Trump has called for a nationwide ban on Muslims, American citizens or not, from entering the United States. He has proposed Orwellian, 1984-style registration and monitoring of mosques. Beyond being anti-abortion and anti-gay, his history of vicious woman-hating is shocking for a serious candidate in the modern era. He has pledged to deport 11 million men, women, and children who live in the United States illegally, and keep them out with a large wall that the Government of Mexico will supposedly pay for.

He has endorsed the large-scale reimplementation of torture for those detained in the war on terror, a practice illegal under both United States and International Law, as well as killing and/or capturing the families of suspected terrorists, making him perhaps the first serious candidate in the recent history of presidential elections to openly support impeachable offenses before even taking the damn oath of office.

And what is deeply saddening is that most of us know these things, but shrug them off, perhaps because we either don't want to believe it could be true that Trump might actually win, or because we honestly believe that someone like Trump cannot win.


For better or worse, it is time to stop living in optimistic candy land. Consider the following four proposals to actually #MakeDonaldDrumpfAgain:

1) The remaining Republican candidates should immediately withdraw from the Republican primary and, together with those who have already dropped out, endorse Marco Rubio. His performance in primary/caucus states thus far, combined with his broad appeal among mainstream conservatives, is unmatched. Since that's unlikely, the only alternative is the diametric opposite: Ben Carson, Ted Cruz, John Kasich, and Marco Rubio all must stay in long enough to ensure that going into the convention, no candidate has enough delegates to claim the nomination. At a brokered convention, where delegates are up for grabs if no candidate wins enough of them on the first ballot, this makes nominating Trump much less likely ("Donald Trump would get smoked at an open convention," one state party chairman said to Politico).

2) That's where most "Let's get serious about Trump" shticks end, to which I wonder, why stop there? In addition to Congressional Republicans endorsing Marco Rubio, the House of Representatives and the Senate should formulate a bipartisan resolution in Congress calling for Trump to suspend his campaign, and condemning him for months of disgraceful remarks. Surely between Trump's allegations that Mexico is "sending us their rapists" and insinuating that John McCain is a disgraced veteran for his capture and subsequent torture in Vietnam, our hopelessly divided government can find common ground in that. This should be easy, since only four sitting Representatives and one Senator have endorsed Trump to date.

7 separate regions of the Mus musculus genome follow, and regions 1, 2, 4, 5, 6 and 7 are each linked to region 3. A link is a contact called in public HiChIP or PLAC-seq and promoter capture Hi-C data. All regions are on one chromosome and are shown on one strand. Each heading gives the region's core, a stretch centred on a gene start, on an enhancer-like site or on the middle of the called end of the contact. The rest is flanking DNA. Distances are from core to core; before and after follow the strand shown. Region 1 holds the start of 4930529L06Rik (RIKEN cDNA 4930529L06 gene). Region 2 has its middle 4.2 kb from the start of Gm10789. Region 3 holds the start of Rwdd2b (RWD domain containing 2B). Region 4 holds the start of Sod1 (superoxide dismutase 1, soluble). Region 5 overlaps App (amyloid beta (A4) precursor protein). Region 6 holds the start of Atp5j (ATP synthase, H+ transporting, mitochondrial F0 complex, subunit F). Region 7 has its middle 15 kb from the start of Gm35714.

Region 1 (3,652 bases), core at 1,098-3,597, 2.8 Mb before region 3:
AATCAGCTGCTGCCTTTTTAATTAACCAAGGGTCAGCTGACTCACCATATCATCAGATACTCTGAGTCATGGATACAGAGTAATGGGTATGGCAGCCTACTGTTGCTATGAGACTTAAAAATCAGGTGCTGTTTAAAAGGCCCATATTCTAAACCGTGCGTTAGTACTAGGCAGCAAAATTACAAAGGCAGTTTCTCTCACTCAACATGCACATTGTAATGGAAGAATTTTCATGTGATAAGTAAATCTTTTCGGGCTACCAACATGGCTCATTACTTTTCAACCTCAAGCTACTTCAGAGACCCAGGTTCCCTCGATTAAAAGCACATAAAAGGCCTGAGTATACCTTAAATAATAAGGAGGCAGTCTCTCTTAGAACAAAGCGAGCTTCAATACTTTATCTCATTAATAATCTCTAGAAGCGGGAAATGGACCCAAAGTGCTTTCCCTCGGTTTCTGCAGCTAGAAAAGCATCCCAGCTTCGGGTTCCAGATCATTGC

3) Speaking of governors, what about a joint statement condemning Trump from the National Governors Association, which represents, according to its website, "the collective voice of the Nation's governors?" What about the American Association of American Universities, on behalf of their students, and the professional organizations for every type of profession from brain surgeons to garbage workers? What about an interfaith coalition?

4) The networks and newspapers should tone down coverage of Trump's presidential campaign. The months of (free) air time for every racial slur, bogus proposal, and circus-style rally Trump has held, which undoubtedly fueled Trump's meteoric rise by distributing his message, free of charge to every corner of the country, will go down as one of the most misguided eras in modern journalism. Consider these stats from the Tyndall report, which tracked each candidate's air time for most of 2015:

"Trump has received more network coverage than all the Democratic candidates combined. Trump has accounted for 27 percent of all campaign coverage his year."

That is abysmal. That there has been so much coverage (and comparatively little serious reckoning by the institutions that exist to 'comfort the afflicted, and afflict the comfortable') shows that, when it comes to Trump, the networks would rather sell their souls for advertising dollars that take a stand. If you don't believe me, consider what Lesley Moonves, the CEO of CBS, said yesterday (as summarized by POLITICO):

"Man, who would have expected the ride we're all having right now? ... The money's rolling in and this is fun ... I've never seen anything like this, and this going to be a very good year for us. Sorry. It's a terrible thing to say. But, bring it on, Donald. Keep going ... Donald's place in this election is a good thing."

Only in America does a misogynist immigrant hater who proposes banning Muslims get an open invitation to every Sunday show, week in and week out, to talk about those proposals to an audience of millions, just because "the money is rolling in."

Though unprecedented, these are the important types of arm-linking necessary to ensure America doesn't come within a nuclear bomb radius of the possibility of Trump ascending to the White House, and cutting him off before he gets the GOP nomination at least avoids the prospect of throwing fate to the wind in the general election. But sacrifice for a greater cause does not seem to be the order of the day. As long as stubbornness is still the flavor of the month, Trump's rise will continue unchallenged.

Watching Donald Trump mock the disabled and profess his desire to punch peaceful protesters at rallies are just a few more of the things that make Donald Trump's America a terrible one to contemplate. His contempt for basic human decency, tolerance, and respect knows no bounds. He threatens social progress in a way perhaps no other candidate does. When Abraham Lincoln said that a house divided against itself cannot stand, he spoke about more than just a war-torn, 1863 United States. He spoke more generally about the breathtaking potential of unity in the face of a common enemy, a unity that, now more than ever, we so desperately need.